Brahmic scripts

family of abugida writing systems

The Brahmic scripts are a group of writing systems that started in South Asia. It belongs to the Abugida script family. They are used all over the subcontinent and parts of Southeast Asia. These scripts come from the Brahmi script, which began in the Indus Valley region in present-day Pakistan.[1][2][3] Many languages in South and Southeast Asia use these scripts, and they belong to different language families.[4]

History

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Brahmic scripts came from the Brahmi script, which is believed to have started in the Indus Valley region around the 3rd century BCE from Aramaic, but some believe it developed from the Harappan script of Indus valley civilization.[5] They are divided into Northern and Southern Brahmic scripts. The Northern Brahmic scripts led to the Gupta script during the Gupta period, which later developed into various cursive scripts in the medieval period. Examples include Nagari, Siddham, and Sharada scripts.[3]

Southern Brahmi evolved into Kadamba, Pallava, and Vatteluttu scripts, which further developed into other scripts in South India and Southeast Asia. Brahmic scripts reached Southeast Asia through trade and South Asian cultural influence, leading to the development of local varieties. By the 8th century, these scripts had separated into various regional scripts in South and Southeast Asia.[6]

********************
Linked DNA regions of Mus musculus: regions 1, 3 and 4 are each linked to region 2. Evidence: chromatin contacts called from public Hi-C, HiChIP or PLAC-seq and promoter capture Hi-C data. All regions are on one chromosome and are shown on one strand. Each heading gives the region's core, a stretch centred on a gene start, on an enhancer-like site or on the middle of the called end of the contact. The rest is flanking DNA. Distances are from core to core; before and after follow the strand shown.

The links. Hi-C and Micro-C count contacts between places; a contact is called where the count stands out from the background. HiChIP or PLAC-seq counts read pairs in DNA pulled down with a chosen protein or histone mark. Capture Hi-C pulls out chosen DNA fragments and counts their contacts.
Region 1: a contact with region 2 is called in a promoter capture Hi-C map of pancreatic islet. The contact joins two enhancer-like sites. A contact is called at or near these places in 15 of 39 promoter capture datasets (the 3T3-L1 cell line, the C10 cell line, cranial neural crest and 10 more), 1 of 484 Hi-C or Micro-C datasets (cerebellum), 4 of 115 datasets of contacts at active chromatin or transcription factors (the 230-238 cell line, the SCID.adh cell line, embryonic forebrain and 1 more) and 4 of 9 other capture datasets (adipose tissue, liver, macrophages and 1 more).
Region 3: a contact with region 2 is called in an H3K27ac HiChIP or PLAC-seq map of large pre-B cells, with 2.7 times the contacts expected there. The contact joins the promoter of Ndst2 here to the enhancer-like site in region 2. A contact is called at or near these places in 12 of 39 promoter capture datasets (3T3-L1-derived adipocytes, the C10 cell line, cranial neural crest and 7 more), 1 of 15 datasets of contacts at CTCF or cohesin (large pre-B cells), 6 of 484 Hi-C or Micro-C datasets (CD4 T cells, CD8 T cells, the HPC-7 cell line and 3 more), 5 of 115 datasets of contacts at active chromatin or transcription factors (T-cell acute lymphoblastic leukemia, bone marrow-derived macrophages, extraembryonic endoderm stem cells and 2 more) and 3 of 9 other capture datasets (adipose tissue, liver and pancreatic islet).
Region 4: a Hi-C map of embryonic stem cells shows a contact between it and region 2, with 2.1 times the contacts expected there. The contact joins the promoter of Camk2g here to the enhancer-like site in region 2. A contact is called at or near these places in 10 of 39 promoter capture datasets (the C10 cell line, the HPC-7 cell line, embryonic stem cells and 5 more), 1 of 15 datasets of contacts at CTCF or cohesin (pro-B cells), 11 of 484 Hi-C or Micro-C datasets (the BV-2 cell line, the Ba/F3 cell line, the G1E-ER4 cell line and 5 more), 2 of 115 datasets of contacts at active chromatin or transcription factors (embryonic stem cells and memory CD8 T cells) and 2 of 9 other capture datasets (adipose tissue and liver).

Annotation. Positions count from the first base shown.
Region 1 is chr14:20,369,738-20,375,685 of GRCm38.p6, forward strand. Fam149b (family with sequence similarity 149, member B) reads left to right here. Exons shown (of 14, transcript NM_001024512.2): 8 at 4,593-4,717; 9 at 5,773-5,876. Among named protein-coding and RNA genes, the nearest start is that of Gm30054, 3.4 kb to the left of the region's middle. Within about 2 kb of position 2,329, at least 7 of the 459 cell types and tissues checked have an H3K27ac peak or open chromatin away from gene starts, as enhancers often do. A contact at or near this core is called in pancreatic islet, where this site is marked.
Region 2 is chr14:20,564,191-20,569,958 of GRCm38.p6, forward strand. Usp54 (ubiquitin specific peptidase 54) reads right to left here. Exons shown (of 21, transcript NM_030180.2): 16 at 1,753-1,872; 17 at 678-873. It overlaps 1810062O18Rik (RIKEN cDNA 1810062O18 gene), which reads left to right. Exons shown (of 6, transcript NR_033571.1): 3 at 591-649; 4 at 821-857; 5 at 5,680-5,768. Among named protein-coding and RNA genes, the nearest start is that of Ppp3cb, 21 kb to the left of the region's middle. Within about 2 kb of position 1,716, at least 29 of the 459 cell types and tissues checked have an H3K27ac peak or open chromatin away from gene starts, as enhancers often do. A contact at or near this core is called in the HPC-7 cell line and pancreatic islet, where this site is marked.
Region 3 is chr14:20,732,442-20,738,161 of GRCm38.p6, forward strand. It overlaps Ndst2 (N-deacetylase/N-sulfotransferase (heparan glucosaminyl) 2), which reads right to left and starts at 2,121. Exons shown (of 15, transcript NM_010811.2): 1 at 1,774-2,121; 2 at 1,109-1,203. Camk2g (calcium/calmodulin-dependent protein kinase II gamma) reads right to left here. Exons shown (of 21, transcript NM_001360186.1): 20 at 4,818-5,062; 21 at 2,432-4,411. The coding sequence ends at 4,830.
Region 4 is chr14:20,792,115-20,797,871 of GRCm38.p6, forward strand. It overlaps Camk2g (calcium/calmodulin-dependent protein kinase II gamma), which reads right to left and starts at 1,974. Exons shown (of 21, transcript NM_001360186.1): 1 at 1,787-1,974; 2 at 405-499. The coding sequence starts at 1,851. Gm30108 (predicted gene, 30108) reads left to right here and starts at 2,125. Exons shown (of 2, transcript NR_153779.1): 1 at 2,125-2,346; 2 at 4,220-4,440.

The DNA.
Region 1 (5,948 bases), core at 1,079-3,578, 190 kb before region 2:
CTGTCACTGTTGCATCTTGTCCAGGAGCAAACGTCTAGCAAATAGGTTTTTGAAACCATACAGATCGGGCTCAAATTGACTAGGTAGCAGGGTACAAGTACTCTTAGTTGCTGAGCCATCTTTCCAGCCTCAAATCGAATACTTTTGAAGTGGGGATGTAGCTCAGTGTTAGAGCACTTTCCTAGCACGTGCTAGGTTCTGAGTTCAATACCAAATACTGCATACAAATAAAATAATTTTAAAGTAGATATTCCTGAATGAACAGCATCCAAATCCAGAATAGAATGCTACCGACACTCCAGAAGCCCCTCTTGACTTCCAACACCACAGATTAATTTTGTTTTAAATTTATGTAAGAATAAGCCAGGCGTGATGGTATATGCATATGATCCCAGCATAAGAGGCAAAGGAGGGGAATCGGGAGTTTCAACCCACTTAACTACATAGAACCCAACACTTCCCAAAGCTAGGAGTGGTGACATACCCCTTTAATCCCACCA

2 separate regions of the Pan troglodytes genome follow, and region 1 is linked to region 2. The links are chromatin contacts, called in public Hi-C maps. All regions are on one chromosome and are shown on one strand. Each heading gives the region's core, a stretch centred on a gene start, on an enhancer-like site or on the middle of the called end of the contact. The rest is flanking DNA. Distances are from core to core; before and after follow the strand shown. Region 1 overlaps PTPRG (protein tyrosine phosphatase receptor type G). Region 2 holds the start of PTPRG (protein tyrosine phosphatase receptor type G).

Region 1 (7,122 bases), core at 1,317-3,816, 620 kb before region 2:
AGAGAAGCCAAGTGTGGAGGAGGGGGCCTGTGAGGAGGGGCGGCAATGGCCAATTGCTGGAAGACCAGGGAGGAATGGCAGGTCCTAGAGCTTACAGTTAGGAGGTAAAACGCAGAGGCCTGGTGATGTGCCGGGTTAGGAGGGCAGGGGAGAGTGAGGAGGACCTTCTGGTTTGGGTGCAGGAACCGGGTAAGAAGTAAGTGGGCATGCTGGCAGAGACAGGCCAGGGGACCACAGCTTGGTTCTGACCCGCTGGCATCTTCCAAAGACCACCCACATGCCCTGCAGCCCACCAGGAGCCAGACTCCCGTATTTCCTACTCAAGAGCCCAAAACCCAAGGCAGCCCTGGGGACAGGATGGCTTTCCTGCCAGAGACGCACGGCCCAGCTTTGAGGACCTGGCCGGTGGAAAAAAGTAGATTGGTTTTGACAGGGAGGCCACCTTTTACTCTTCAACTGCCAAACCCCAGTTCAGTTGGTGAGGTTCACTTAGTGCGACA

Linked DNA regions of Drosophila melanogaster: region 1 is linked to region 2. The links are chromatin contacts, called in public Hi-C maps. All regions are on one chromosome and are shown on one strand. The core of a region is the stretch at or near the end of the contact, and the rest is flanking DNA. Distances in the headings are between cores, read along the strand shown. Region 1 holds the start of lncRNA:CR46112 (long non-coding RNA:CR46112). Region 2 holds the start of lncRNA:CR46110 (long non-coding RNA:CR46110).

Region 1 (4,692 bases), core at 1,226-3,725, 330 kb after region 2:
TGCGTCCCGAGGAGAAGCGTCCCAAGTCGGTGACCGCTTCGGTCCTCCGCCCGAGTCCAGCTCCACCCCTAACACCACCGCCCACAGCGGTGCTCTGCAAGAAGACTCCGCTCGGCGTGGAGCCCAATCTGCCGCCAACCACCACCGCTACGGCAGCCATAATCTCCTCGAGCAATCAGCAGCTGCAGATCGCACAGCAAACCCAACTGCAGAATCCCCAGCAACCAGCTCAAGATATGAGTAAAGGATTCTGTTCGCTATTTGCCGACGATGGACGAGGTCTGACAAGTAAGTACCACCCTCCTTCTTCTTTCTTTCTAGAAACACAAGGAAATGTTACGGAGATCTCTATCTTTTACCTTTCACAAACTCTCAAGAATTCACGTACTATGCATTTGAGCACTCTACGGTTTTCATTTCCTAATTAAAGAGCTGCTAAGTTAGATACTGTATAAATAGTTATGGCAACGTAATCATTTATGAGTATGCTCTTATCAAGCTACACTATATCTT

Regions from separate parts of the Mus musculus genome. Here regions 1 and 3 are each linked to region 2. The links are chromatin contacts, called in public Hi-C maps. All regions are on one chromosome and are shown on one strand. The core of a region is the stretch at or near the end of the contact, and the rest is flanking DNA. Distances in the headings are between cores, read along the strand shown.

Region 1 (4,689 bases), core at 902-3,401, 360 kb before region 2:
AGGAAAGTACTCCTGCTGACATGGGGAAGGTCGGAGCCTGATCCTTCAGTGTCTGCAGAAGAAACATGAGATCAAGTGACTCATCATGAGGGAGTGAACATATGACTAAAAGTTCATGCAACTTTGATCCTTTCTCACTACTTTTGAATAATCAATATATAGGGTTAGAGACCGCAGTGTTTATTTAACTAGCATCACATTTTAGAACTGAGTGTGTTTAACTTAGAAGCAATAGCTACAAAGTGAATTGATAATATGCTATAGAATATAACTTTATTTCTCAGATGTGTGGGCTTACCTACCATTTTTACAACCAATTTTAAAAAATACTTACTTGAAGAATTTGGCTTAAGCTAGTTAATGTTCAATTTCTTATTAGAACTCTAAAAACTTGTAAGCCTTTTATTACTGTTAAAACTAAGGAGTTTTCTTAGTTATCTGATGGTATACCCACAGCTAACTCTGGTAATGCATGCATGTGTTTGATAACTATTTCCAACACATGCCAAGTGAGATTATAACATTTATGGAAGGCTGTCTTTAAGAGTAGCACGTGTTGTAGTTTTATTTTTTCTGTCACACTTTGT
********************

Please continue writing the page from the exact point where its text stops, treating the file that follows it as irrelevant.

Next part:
List of Brahmic scripts

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The Brahmic scripts are divided into two groups, the Northern Brahmic and the Southern Brahmic. Following is the list of Brahmic scripts:[7]

Northern Brahmic

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Southern Brahmic

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References

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  1. Illustrated Weekly of Pakistan. Pakistan Herald Publications. 1968.
  2. Ahmed, Mukhtar (2014-10-18). Ancient Pakistan - An Archaeological History: Volume IV: Harappan Civilization - Theoretical and the Abstract. Amazon. ISBN 978-1-4960-8208-4.
  3. 3.0 3.1 Merriam, LL (2022). "Brahmi Script: Origins in the Indus Valley". scholar.archive.org.
  4. DeFrancis, John; Unger, J Marshall (1997). "Peter T. Daniels & William Bright (eds.), The world's writing systems. Oxford & New York: Oxford University Press, 1996. Pp. xlvi, 920". Language in Society. 26 (3): 436–439. doi:10.1017/s0047404500019588. ISSN 0047-4045.
  5. "Genealogy of southern Brahmic scripts | The Fontpad". 2014-10-18. Retrieved 2023-12-30.
  6. DeFrancis, John; Unger, J Marshall (1997). "Peter T. Daniels & William Bright (eds.), The world's writing systems. Oxford & New York: Oxford University Press, 1996. Pp. xlvi, 920". Language in Society. 26 (3): 436–439. doi:10.1017/s0047404500019588. ISSN 0047-4045.
  7. Sproat, Richard (2006-07-20). "Brahmi-derived scripts, script layout, and segmental awareness". Written Language & Literacy. 9 (1): 45–66. doi:10.1075/wll.9.1.05spr. ISSN 1387-6732.